As battleground states become pandemic hotspots, Trump’s numbers only get worse, worse, worse



At this point, per our daily Civiqs tracking polls, there aren’t a lot of states left happy with Trump’s response to the virus. 

But as harsh as that national map looks, with voters in all but the reddest states disapproving of the federal response, let’s look at the shift in those answering “not satisfied at all” in the last month, in key battlegrounds, as compared to the national average. 

“not satisfied at all”
6/7
7/6
Net Change

United States
41
48
+7

Alaska 
39
47
+8

Arizona*
41
47
+6

Florida*
38
46
+8

Georgia*
38
45
+7

Iowa
37
45
+8

Michigan*
39
47
+8

Montana
35
43
+8

North Carolina*
39
45
+6

Ohio
35
41
+6

Pennsylvania*
38
46
+8

Texas
37
43
+6

Wisconsin*
40
48
+8

The starred and bolded states are the core battlegrounds—the ones that will ultimately decide the election. (In other words, if presumptive Democratic nominee Joe Biden wins Montana, he’s already won all of the starred states.) And yes, Trump is at risk of losing Alaska and Montana (thus giving Democratic Senate candidates a fighting chance in those otherwise red states). 

A couple of things stand out in these numbers: 

You can tell which 2016 Trump states he’s most at-risk of losing: Arizona, Michigan, and Wisconsin. This has been amply confirmed by public polling. In these three states, strong disapproval of Trump’s handling of the pandemic is at nearly half of all voters. It’s hard to see how Trump digs himself out of that hole. (Flipping those three states alone would give us a 269-269 tie, nightmarishly enough.)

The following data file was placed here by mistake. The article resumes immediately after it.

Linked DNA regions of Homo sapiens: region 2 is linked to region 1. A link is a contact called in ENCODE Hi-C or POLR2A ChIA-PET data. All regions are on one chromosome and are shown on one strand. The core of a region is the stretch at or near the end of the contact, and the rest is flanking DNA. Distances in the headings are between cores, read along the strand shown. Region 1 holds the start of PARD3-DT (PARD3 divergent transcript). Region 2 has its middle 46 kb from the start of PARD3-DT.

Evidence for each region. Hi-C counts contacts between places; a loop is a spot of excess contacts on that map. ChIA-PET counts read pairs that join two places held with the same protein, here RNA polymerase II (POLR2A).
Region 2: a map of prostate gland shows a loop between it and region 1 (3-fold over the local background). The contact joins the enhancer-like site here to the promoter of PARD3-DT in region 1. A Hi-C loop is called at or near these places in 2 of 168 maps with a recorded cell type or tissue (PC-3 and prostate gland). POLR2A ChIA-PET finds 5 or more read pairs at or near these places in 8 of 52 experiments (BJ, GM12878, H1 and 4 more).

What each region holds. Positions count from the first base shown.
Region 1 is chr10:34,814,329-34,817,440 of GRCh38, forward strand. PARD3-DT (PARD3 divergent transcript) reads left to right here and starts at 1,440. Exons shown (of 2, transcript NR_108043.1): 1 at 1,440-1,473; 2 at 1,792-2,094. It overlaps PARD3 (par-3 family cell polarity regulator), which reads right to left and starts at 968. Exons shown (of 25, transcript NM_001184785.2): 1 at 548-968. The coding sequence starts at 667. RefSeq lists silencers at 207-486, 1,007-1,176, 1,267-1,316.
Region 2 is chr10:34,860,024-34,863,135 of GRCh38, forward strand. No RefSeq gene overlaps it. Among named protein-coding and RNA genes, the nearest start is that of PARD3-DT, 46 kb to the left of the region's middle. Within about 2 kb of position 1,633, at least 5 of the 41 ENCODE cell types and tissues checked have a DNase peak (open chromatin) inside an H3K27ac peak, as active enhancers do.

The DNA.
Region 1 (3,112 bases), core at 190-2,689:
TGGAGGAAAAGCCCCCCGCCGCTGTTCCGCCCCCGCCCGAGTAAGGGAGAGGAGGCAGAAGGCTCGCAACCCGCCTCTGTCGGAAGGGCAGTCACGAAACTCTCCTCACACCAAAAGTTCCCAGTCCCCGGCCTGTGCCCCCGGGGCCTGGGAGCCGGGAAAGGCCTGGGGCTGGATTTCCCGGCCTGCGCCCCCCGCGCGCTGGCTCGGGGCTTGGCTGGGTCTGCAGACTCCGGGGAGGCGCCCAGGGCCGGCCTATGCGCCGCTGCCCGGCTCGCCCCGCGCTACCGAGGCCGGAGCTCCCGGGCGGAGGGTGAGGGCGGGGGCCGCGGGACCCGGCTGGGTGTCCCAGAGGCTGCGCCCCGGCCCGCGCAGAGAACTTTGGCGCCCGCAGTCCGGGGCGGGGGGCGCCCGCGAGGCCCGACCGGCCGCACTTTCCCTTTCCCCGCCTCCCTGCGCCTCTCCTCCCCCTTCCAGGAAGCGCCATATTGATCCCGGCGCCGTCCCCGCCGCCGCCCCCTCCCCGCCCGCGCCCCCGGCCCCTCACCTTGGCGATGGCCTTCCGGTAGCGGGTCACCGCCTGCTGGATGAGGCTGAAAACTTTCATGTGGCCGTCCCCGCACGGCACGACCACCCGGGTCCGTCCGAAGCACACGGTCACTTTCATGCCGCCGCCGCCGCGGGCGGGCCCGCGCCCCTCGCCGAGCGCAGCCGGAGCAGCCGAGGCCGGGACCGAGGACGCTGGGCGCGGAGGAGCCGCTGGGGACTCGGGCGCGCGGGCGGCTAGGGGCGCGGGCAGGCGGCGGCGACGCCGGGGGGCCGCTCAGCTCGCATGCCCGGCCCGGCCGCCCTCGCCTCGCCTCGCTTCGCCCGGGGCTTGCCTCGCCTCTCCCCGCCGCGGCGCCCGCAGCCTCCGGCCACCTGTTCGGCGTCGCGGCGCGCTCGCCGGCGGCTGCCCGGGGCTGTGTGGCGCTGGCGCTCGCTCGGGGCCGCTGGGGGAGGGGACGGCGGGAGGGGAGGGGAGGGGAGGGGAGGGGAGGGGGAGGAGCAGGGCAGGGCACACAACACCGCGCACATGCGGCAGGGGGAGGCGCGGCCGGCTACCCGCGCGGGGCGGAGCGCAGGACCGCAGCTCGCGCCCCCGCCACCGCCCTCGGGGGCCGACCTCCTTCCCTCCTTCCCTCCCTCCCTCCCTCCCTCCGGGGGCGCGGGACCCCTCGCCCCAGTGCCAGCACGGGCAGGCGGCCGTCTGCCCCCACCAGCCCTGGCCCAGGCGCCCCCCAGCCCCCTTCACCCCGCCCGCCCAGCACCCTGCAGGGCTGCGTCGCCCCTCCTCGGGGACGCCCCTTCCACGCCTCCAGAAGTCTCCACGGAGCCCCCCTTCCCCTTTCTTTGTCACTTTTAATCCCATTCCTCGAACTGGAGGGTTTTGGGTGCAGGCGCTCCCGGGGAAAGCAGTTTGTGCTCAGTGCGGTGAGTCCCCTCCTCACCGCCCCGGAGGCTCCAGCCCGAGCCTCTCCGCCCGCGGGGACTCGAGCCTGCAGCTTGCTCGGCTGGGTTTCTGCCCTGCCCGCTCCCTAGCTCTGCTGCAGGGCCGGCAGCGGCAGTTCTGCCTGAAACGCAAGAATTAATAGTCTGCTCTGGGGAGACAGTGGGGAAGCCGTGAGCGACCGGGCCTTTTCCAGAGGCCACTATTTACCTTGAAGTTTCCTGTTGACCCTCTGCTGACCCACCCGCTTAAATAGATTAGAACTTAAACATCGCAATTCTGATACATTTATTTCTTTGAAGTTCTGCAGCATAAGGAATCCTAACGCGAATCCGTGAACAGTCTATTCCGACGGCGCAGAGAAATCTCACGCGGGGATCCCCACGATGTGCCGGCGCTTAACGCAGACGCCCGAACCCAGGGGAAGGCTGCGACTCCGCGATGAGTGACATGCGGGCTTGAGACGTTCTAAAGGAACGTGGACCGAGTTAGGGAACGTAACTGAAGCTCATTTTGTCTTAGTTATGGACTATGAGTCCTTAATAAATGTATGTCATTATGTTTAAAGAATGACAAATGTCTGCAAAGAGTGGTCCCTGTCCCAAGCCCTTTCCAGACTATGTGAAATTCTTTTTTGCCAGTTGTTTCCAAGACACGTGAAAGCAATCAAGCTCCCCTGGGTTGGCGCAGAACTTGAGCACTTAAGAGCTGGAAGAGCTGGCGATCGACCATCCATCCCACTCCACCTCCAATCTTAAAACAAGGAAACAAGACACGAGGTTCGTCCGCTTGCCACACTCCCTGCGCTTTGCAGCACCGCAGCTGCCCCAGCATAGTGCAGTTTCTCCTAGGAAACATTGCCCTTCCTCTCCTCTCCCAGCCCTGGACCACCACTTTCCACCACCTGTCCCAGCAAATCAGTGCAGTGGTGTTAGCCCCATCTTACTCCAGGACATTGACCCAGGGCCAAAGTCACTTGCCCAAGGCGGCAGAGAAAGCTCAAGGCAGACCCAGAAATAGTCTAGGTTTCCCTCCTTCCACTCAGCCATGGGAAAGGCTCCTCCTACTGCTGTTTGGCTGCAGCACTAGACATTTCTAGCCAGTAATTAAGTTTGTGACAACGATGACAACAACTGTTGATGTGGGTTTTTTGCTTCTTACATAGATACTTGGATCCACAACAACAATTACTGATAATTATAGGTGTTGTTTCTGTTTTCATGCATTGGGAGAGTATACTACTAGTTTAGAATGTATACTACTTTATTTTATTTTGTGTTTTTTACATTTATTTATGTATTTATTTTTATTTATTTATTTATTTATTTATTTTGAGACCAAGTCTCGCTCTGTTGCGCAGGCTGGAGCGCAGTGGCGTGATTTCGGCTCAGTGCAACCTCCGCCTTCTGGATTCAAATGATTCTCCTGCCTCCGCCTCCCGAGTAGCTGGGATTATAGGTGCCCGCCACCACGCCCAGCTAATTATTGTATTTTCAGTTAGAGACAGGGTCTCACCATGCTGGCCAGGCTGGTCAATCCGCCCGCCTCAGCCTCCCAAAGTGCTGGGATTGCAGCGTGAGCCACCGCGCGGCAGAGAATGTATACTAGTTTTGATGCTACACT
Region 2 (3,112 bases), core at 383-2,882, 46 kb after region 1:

Among the core battlegrounds, Trump suffered his worst -8 drops in Florida and Pennsylvania—the two biggest states. He can’t win the election without both of them. Similar -8 drops has threatened to put Michigan and Wisconsin out of reach, and helped put Alaska, Iowa, and Montana in play.  
Nothing in the charts suggests Trump has hit bottom. The current surge in pandemic cases will result in a new surge in deaths starting sometime next week. Among the states hardest hit in this new wave are battleground states with idiot Republican governors: Arizona, Florida, Georgia, and Texas. Those Republicans opened their states too quickly to please Trump, and it will cost them in lives, economic devastation, and votes.  
There is some correlation between how competitive a state is, and how high pandemic response disapprovals are. Iowa, Ohio, Montana, and Texas are still in the low- to mid-40s, and they are among the least likely states on this list to flip Blue. Florida and Georgia, in the mid-40s, will be the toughest core battleground states to flip. This offers some evidence (though nowhere near conclusive, to be sure), that Trump’s reelection chances are closely tied to the pandemic. 

We’re only four months from the election, so how is Trump going to turn these numbers around? No vaccine is in sight. He’s not actually doing anything to mitigate the spread of the disease, or the economic devastation it’s leaving in its wake. He’s not even talking about it, because he’s not addled enough to realize that the issue is killing him. Worse than that, they’re hoping that people “grow numb to the escalating death toll and learn to accept tens of thousands of new cases a day.”

It hasn’t worked so far, so why would it work in the months ahead? 



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